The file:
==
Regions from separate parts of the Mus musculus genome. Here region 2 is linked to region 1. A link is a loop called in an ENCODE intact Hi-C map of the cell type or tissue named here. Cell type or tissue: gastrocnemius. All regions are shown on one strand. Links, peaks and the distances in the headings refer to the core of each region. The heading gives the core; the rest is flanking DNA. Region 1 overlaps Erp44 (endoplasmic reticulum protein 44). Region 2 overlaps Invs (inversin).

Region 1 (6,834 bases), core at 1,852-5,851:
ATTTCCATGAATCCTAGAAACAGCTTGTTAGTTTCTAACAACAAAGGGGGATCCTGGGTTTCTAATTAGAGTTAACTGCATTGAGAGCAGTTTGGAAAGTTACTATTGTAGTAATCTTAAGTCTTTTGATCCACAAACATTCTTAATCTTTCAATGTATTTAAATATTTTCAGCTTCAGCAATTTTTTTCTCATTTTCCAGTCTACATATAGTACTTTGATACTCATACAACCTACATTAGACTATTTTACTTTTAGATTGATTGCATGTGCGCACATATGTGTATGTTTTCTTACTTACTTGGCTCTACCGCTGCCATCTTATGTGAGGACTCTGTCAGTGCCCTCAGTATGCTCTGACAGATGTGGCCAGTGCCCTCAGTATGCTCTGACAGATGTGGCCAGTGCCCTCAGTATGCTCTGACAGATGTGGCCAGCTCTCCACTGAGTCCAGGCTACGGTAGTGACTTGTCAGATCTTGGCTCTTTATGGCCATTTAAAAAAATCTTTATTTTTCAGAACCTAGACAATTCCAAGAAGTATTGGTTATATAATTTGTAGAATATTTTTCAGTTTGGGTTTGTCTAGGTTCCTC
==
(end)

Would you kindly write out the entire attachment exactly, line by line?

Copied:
Regions from separate parts of the Mus musculus genome. Here region 2 is linked to region 1. A link is a loop called in an ENCODE intact Hi-C map of the cell type or tissue named here. Cell type or tissue: gastrocnemius. All regions are shown on one strand. Links, peaks and the distances in the headings refer to the core of each region. The heading gives the core; the rest is flanking DNA. Region 1 overlaps Erp44 (endoplasmic reticulum protein 44). Region 2 overlaps Invs (inversin).

Region 1 (6,834 bases), core at 1,852-5,851:
ATTTCCATGAATCCTAGAAACAGCTTGTTAGTTTCTAACAACAAAGGGGGATCCTGGGTTTCTAATTAGAGTTAACTGCATTGAGAGCAGTTTGGAAAGTTACTATTGTAGTAATCTTAAGTCTTTTGATCCACAAACATTCTTAATCTTTCAATGTATTTAAATATTTTCAGCTTCAGCAATTTTTTTCTCATTTTCCAGTCTACATATAGTACTTTGATACTCATACAACCTACATTAGACTATTTTACTTTTAGATTGATTGCATGTGCGCACATATGTGTATGTTTTCTTACTTACTTGGCTCTACCGCTGCCATCTTATGTGAGGACTCTGTCAGTGCCCTCAGTATGCTCTGACAGATGTGGCCAGTGCCCTCAGTATGCTCTGACAGATGTGGCCAGTGCCCTCAGTATGCTCTGACAGATGTGGCCAGCTCTCCACTGAGTCCAGGCTACGGTAGTGACTTGTCAGATCTTGGCTCTTTATGGCCATTTAAAAAAATCTTTATTTTTCAGAACCTAGACAATTCCAAGAAGTATTGGTTATATAATTTGTAGAATATTTTTCAGTTTGGGTTTGTCTAGGTTCCTC